Palaeotheriidae


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Palaeotheriidae

[¦pāl·ē·ō·thə′rī·ə‚dē]
(paleontology)
An extinct family of perissodactylous mammals in the superfamily Equoidea.
McGraw-Hill Dictionary of Scientific & Technical Terms, 6E, Copyright © 2003 by The McGraw-Hill Companies, Inc.
The following article is from The Great Soviet Encyclopedia (1979). It might be outdated or ideologically biased.

Palaeotheriidae

 

a family of extinct mammals of the order Perissodactyla. Remains of Palaeotheriidae are known from Eocene and Oligocene deposits. The size of palaeotheres ranged from that of a wild boar to a small rhinoceros. The animals varied greatly in appearance, but most of them closely resembled the tapir. The skull was short and low. The molars had a low crown; the premolars resembled the molars. The short, massive legs were tridactyl, with lateral digits that were somewhat shorter than the middle one.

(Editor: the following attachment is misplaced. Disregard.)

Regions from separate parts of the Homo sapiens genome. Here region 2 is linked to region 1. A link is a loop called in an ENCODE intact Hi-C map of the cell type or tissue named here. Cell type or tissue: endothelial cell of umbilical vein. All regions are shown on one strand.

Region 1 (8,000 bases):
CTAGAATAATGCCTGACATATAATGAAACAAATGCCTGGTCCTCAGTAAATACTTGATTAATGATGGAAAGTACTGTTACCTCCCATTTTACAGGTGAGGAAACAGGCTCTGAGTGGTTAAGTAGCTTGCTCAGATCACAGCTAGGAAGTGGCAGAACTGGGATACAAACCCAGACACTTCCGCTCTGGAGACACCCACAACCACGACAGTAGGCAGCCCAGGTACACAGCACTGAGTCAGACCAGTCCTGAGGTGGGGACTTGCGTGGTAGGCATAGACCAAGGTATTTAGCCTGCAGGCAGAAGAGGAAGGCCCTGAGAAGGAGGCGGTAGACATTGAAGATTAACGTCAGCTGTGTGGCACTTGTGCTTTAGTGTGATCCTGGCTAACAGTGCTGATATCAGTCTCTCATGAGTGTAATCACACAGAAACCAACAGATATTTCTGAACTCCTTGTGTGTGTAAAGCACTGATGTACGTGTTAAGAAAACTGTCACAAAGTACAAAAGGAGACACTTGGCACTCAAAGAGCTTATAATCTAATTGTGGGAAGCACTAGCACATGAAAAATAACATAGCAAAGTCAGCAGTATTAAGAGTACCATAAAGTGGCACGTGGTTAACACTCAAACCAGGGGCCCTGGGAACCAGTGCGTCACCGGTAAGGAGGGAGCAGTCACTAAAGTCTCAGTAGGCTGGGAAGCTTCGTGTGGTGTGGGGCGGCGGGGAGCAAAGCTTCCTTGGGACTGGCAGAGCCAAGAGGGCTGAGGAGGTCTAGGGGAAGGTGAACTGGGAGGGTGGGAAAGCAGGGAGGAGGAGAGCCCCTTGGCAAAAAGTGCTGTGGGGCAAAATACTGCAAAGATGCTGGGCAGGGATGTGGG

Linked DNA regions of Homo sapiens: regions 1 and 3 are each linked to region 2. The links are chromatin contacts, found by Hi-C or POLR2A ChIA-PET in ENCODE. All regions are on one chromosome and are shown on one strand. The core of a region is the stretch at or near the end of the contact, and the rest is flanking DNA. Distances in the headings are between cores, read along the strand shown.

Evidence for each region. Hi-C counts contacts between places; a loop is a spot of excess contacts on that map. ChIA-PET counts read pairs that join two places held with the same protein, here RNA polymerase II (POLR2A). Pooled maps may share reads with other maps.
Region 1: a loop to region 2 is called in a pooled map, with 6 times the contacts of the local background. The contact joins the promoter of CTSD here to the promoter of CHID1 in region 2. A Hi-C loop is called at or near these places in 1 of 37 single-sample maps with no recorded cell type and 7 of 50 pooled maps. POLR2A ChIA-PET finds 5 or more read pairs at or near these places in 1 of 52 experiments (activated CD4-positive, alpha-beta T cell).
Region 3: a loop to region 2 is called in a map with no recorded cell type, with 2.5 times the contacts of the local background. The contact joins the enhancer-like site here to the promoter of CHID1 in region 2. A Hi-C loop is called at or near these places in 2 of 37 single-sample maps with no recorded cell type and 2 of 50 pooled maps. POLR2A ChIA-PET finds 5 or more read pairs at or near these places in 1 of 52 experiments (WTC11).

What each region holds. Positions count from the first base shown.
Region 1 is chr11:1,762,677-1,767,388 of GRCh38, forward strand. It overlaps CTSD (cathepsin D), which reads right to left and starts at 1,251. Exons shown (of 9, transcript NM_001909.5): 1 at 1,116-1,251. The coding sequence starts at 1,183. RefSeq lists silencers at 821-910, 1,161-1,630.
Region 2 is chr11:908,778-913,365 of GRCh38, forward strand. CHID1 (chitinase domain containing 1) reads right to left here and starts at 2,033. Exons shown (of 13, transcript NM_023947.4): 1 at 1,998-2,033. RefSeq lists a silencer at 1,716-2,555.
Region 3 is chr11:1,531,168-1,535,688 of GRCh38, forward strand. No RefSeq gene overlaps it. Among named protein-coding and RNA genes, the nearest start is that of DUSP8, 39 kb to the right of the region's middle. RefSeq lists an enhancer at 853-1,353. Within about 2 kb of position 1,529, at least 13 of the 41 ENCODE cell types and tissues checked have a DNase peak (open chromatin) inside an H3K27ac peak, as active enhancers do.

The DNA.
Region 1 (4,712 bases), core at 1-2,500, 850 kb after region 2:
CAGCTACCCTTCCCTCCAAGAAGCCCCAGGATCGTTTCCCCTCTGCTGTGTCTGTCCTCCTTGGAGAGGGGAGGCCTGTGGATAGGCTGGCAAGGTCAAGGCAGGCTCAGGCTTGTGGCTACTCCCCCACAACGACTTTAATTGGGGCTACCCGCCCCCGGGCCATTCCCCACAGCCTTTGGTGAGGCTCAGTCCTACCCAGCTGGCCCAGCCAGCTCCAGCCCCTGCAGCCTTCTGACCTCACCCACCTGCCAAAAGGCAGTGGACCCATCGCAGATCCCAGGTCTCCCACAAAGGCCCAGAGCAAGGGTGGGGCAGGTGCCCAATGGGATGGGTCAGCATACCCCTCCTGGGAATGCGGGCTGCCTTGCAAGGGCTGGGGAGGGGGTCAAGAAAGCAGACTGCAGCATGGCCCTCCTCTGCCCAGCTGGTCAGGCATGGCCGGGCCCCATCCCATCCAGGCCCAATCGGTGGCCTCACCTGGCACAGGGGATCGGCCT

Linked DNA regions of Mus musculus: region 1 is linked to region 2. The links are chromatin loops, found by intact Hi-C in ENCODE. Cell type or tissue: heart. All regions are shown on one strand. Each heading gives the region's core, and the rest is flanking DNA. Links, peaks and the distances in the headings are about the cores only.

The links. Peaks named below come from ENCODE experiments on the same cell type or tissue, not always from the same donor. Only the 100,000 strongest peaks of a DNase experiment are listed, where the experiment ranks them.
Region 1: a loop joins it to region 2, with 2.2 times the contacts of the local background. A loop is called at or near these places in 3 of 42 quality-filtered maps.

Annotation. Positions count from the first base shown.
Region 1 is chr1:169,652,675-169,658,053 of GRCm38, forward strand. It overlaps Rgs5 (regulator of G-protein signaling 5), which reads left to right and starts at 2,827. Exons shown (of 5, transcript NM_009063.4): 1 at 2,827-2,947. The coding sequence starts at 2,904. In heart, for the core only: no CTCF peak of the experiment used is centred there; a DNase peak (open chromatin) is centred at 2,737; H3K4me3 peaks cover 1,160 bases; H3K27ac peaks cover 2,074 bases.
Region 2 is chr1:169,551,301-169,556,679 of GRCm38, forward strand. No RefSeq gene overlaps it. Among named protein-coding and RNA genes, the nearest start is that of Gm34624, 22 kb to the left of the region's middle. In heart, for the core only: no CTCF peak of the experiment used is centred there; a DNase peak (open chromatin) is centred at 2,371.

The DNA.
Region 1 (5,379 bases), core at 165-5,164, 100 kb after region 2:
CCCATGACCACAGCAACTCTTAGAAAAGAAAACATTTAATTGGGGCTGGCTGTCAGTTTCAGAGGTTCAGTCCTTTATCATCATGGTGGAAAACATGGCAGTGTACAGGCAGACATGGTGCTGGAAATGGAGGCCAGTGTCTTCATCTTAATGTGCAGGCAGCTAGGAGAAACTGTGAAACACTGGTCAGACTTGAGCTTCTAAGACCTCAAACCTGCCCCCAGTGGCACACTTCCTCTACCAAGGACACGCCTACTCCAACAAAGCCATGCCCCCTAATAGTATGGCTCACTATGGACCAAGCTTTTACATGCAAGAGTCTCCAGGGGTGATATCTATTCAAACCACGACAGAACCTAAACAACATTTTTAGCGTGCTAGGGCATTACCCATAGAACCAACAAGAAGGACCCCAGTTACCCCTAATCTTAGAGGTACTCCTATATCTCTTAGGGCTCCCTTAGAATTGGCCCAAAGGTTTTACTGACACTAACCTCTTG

There were about ten genera of palaeotheres, distributed in Eurasia. They lived near water and fed on soft vegetation. Their origin was related to that of ancient horses. The animals are of interest in the study of mammalian evolution.

The Great Soviet Encyclopedia, 3rd Edition (1970-1979). © 2010 The Gale Group, Inc. All rights reserved.